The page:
Returning home from Chicago last week where I had to face friends who were antagonistic toward the concept of same-sex marriage in the U.S.: this week I helped out with a presentation regarding the history of same-sex marriage in Canada. Dr. Paul Genest is now Deputy Minister of Intergovernmental Affairs, Cabinet Office and Associate Secretary of the Cabinet. Among other past activities, he has assisted in the passage of national same-sex marriage approval across the country. In this hour-long presentation he described the events that led to the beginning of LGBT (lesbian-gay-bisexual-transgender) equality in our realm.
I found his description of the process particularly interesting. It was all based on our “Charter of Rights and Freedoms”, entrenched in our Constitution of 1982. Yes: ours is quite recent, stemming back only to when I was in high school. The original wording of the Charter did not include sexual orientation as a protected status, but it has since been read into section 15, which was left to be specifically broad so that it did not limit the protections provided. In the 30 years since the document was written, culture has changed. Such changes were expected by those who wrote our Constitution and they provided a means by which they can be absorbed and reflected in legislation.
In 2005, Bill C-38 was passed, which “defines civil marriage as the lawful union of two persons to the exclusion of all others, thus extending civil marriage to conjugal couples of the same sex” (Parliament of Canada)
I took a series of pictures (now on my flickr site) of the event. Included are several of the slides Dr. Genest presented, if only because I wanted to remember his points. He described several of the court cases which slowly leaned further and further toward the goal. Two points were particularly well-made: or perhaps they were just significant to me, so I remembered them. One was that they went through quite a bit of discussion about whether “civil unions” were sufficient to provide equality regarding marriage to homosexual couples. They decided it was not: that if only because of the symbolic nature of the social connection to marriage, it was important to provide full equality through a redefinition of the institution. At the same time, though, the primary perspective through which they could provide this redefinition was (and is) civil.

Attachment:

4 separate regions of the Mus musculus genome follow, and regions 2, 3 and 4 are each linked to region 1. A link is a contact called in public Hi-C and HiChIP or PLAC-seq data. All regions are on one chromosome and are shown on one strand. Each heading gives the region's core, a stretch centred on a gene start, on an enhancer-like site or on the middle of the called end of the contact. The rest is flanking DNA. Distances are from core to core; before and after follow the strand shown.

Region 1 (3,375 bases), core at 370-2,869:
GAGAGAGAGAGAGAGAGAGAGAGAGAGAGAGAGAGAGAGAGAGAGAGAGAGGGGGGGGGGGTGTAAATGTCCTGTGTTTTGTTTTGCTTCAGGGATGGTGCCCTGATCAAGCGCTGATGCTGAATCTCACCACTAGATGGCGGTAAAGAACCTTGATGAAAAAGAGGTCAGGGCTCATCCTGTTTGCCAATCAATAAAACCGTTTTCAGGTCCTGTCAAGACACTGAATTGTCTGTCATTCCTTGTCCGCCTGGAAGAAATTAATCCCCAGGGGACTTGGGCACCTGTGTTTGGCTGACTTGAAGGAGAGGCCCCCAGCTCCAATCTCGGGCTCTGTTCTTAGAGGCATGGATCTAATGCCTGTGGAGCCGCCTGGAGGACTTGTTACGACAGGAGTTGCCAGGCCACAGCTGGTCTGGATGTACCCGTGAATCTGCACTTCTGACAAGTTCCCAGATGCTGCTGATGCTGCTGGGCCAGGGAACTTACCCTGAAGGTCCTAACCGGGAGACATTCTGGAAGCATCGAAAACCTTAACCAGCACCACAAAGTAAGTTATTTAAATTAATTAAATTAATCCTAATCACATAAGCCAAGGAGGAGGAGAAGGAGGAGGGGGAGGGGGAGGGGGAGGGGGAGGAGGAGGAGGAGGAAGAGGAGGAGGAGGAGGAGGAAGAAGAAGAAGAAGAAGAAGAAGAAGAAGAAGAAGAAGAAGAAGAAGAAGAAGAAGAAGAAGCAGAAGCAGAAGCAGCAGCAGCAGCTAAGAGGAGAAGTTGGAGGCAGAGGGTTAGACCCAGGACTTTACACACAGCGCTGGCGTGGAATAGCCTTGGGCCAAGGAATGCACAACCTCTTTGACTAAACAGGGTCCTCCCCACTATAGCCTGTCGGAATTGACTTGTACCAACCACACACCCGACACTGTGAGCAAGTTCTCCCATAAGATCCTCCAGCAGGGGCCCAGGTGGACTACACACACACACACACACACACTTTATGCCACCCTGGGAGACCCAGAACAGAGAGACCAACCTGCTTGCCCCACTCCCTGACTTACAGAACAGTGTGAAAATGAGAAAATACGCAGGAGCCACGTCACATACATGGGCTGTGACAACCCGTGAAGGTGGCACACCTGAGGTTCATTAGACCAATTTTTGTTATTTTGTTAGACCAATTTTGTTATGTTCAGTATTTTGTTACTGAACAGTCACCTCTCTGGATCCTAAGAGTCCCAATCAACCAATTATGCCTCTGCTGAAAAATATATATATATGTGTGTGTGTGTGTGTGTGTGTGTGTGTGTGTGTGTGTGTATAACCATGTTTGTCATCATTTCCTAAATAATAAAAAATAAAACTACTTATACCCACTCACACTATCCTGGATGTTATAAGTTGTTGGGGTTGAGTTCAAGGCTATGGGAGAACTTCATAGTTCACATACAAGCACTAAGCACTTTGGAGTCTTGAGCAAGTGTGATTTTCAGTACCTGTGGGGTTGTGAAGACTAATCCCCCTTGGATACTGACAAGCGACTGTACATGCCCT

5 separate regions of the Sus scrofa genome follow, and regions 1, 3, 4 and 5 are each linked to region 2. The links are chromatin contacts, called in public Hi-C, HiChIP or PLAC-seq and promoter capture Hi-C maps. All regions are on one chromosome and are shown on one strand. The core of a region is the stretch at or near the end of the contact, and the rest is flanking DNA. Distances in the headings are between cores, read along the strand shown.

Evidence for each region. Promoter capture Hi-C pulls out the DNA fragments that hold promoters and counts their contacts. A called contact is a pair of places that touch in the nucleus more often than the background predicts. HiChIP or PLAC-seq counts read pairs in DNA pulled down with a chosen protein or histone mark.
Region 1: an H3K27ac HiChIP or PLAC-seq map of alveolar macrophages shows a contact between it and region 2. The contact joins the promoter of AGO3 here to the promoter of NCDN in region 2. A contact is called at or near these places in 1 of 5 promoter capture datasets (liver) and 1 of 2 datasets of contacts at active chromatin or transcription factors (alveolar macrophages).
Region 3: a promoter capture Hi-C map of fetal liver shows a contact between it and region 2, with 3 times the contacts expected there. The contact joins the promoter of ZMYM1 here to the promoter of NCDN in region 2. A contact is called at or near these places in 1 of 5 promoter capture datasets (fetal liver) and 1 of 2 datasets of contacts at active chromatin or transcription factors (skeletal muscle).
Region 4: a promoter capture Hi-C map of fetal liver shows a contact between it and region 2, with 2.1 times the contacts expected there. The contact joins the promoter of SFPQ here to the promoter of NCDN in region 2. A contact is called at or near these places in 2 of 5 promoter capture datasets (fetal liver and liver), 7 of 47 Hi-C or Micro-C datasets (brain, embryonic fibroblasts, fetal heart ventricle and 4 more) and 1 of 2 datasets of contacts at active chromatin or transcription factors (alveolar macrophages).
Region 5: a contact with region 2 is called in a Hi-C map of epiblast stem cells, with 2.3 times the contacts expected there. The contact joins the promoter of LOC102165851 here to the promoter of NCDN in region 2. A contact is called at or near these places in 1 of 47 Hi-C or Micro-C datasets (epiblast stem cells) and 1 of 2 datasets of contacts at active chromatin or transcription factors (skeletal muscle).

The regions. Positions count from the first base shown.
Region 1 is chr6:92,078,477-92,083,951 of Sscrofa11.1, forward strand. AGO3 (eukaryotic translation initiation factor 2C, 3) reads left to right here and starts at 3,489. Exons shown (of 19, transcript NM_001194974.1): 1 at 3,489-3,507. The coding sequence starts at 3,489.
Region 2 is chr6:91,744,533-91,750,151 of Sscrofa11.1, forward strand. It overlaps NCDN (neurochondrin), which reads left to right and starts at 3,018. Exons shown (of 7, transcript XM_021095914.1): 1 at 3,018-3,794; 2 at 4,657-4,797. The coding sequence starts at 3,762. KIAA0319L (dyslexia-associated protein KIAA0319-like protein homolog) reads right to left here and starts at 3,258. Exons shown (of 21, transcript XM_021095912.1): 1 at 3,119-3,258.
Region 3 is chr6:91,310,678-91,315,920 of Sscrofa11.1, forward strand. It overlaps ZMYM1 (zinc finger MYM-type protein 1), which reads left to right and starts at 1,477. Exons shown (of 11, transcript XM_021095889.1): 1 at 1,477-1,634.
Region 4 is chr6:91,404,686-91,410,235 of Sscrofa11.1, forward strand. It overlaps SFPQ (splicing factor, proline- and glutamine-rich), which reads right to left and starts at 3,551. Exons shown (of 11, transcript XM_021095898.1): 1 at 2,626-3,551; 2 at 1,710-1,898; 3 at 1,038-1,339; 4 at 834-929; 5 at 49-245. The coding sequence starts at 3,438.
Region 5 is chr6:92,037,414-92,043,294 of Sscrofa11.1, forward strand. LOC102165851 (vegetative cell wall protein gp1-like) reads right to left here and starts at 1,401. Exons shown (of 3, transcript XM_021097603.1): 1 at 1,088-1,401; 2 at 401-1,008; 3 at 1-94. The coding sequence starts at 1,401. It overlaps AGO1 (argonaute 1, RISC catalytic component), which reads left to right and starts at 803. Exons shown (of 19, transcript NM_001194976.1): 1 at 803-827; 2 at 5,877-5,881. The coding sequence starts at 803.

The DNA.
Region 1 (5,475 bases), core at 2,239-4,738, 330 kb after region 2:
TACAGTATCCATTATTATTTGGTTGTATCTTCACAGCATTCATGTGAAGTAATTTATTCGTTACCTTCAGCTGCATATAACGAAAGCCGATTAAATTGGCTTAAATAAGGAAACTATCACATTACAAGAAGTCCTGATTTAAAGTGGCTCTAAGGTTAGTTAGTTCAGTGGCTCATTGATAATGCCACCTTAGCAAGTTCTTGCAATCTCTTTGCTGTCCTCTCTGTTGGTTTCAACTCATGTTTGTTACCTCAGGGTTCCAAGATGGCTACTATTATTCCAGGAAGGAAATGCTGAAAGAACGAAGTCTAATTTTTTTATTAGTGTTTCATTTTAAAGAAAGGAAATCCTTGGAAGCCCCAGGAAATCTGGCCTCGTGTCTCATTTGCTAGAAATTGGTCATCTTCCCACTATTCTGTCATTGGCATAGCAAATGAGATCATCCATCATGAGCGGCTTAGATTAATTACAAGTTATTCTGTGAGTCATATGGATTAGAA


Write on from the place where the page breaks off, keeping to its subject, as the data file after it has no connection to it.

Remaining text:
The state did not presume to be able to “force” religious institutions to perform same-sex marriages against their will. Religion is also protected under the Charter. I thought this was an excellent point, since for me it was set against the backdrop of Founder’s Week at Moody Bible Institute, last week. One of the first presentations at my old school included a diatribe against same-sex marriage. The speaker tried to generate fear in the audience, equating the rise of same-sex marriage to “hostility” and “persecution” experienced by churches in the first century. Not only are the two unrelated in any perception of historical events (except that generated by conservative propaganda): the U.S. would undoubtedly follow a path similar to Canada, allowing churches who insisted on discrimination a way to avoid the law.
Part of what Dr. Genest described was the rapid change in perception that marks our time and our culture. In 1997, there was 63% opposition to the idea of same-sex marriage. In 2006, less than a decade later, there was 59% support. I hope that this can give some hope to people in other nations; through education and compassion, people can move quickly to accept new ideas. Proposals that were once considered threatening can be recognized for the value they offer to society, if given just a bit of time.